The moral: a supervisor should strongly consider asking for support from a Critical Intervention Specialist (my motto: "Have Stress? Will Travel!") or an EAP Counselor. While supervisors are usually aware of the EAP referral option for a problematic employee, the supervisor frequently overlooks the EAP option as a coaching resource for him-or herself. Whether an intervention consultant or an EAP specialist, collaboration with a professional trained in dealing with hostile personnel and work scenarios will help the supervisor feel less isolated and vulnerable. Nothing like having good backup when tackling a hostile situation.

Of course, depending on the nature of the hostile behavior, internal security may need to be placed on alert (or brought in for consultation) if the employee becomes increasingly agitated during an intervention/discipline meeting or, for example, if he or she refuses to leave or keep off the work premises if instructed to do so.

Closing Summary

Five strategic interventions have been highlighted: 1) Peer Confrontation, 2) Policy Clarification, 3) Team Performance Evaluation, 4) Supervisor-Employee Relationship, and 5) Critical Intervention and Support.

By building these steps into the company's operational philosophy, policies and practices, upper management will definitely strengthen organizational leadership, individual and team productivity and workplace safety and morale. And the system as an interdependent whole will finally be ready to…Practice Safe Stress!

Shrink Rap: Being Down and Out in the Valley of the Upgrade

How quickly one can go from stress and technology expert to a spiraling state of techno-panic. All it takes is: a) being interviewed by a couple of magazine reporters ("Vanity thy name is Gorkin!") on how the small business person as well as the general public can cope with the ever present, ever increasing demands of technological instruments and innovations, e.g., cell phones, car phones, laptops, palmtops, FAX, email, smart appliances, etc. and b) venturing into the labyrinthine, demon-lurking shadow of chaos and depression – "The Valley of the Upgrade." And believe me, I do fear evil!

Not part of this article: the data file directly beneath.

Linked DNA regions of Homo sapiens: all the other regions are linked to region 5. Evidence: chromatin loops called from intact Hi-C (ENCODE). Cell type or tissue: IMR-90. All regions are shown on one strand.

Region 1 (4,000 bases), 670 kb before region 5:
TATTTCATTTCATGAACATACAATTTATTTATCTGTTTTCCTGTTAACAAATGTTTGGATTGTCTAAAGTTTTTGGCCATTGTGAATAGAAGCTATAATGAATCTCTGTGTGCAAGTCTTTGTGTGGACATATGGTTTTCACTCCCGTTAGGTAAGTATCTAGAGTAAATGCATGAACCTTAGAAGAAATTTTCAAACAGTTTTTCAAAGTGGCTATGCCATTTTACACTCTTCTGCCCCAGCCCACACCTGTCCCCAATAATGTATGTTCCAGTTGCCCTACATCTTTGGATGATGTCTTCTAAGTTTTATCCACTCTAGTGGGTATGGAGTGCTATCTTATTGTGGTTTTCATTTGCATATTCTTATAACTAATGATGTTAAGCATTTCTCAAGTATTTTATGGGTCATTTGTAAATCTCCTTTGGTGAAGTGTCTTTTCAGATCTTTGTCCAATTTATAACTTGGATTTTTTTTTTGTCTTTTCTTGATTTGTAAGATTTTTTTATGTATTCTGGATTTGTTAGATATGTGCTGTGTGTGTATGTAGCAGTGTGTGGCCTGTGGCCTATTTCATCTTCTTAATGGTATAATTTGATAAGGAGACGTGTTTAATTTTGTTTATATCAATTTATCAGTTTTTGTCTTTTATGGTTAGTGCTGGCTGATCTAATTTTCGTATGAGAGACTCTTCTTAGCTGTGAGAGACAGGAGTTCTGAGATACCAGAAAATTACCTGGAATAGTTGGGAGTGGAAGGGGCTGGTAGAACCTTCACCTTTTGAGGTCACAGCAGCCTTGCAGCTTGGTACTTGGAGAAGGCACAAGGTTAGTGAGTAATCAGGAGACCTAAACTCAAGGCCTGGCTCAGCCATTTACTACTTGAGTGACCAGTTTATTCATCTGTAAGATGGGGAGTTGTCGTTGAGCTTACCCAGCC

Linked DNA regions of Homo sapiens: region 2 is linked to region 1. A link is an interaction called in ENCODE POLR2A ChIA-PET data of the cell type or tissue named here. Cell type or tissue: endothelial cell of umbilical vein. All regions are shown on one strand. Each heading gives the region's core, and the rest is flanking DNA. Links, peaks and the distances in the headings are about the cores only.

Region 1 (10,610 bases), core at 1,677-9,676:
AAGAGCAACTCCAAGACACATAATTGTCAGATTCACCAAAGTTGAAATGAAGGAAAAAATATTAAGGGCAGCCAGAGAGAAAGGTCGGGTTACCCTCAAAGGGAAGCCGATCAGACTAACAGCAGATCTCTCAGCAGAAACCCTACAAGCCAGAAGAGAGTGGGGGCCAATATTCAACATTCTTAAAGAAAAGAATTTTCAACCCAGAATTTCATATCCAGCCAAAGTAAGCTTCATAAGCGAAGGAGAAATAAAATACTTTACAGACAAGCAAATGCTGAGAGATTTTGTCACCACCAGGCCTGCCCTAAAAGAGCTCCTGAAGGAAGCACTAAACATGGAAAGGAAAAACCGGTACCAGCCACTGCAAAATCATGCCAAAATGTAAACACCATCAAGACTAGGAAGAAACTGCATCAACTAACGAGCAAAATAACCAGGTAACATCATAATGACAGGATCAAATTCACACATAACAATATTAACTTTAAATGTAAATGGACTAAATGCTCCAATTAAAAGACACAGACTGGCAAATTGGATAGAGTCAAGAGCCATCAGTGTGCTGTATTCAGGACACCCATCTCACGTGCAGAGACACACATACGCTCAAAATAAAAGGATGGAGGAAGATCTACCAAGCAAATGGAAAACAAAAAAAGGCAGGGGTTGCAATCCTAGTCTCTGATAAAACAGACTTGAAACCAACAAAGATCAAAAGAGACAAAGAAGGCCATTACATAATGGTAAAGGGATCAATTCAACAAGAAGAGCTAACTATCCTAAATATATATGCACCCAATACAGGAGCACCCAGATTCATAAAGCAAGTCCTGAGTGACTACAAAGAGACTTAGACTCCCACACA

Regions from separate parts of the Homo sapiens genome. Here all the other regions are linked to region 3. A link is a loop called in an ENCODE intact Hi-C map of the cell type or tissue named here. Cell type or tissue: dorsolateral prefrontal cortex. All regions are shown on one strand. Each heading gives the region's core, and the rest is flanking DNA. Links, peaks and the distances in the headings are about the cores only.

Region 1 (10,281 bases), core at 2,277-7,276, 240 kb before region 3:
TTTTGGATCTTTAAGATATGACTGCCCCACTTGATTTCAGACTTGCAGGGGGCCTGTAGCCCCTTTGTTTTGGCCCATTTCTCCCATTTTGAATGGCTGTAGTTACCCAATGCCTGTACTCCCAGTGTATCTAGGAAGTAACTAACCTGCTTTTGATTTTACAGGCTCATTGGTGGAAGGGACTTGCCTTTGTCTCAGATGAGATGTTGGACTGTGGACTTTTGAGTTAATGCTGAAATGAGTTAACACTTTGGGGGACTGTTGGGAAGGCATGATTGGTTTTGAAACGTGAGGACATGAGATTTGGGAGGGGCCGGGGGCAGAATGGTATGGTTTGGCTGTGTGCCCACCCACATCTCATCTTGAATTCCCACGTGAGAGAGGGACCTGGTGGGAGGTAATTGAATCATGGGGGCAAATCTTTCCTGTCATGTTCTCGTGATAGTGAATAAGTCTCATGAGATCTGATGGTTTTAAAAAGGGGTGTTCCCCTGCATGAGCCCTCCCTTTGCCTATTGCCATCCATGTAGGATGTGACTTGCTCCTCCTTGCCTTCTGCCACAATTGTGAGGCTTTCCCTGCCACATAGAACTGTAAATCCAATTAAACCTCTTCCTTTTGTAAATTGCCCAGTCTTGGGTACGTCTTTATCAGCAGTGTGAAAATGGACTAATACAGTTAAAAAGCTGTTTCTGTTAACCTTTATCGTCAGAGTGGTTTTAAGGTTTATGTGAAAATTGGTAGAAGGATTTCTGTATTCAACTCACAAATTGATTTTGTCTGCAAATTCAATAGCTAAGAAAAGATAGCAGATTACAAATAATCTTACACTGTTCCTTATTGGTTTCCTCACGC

These days, instruments of efficiency are themselves becoming instrumental for increasing numbers feeling out of control of life’s demands and responsibilities. And alas, even with the guiding hand of technical support or a web master (and, alas, sometimes because of such mavens) staying on the edge of expansion can be fraught with uncertainty and anxiety. And when cybermania is not so far removed from a condition of technophobia, when the workstation crashes…so does the Stress Doc.

Setting the Primal Screen

Actually, high anxiety hit about a month ago when told by an email recipient’s firewall service that an attached file detected a virus. My trial McAfee Scan had ended. Was I being punished for my brief security lapse? And worse, was I infecting others?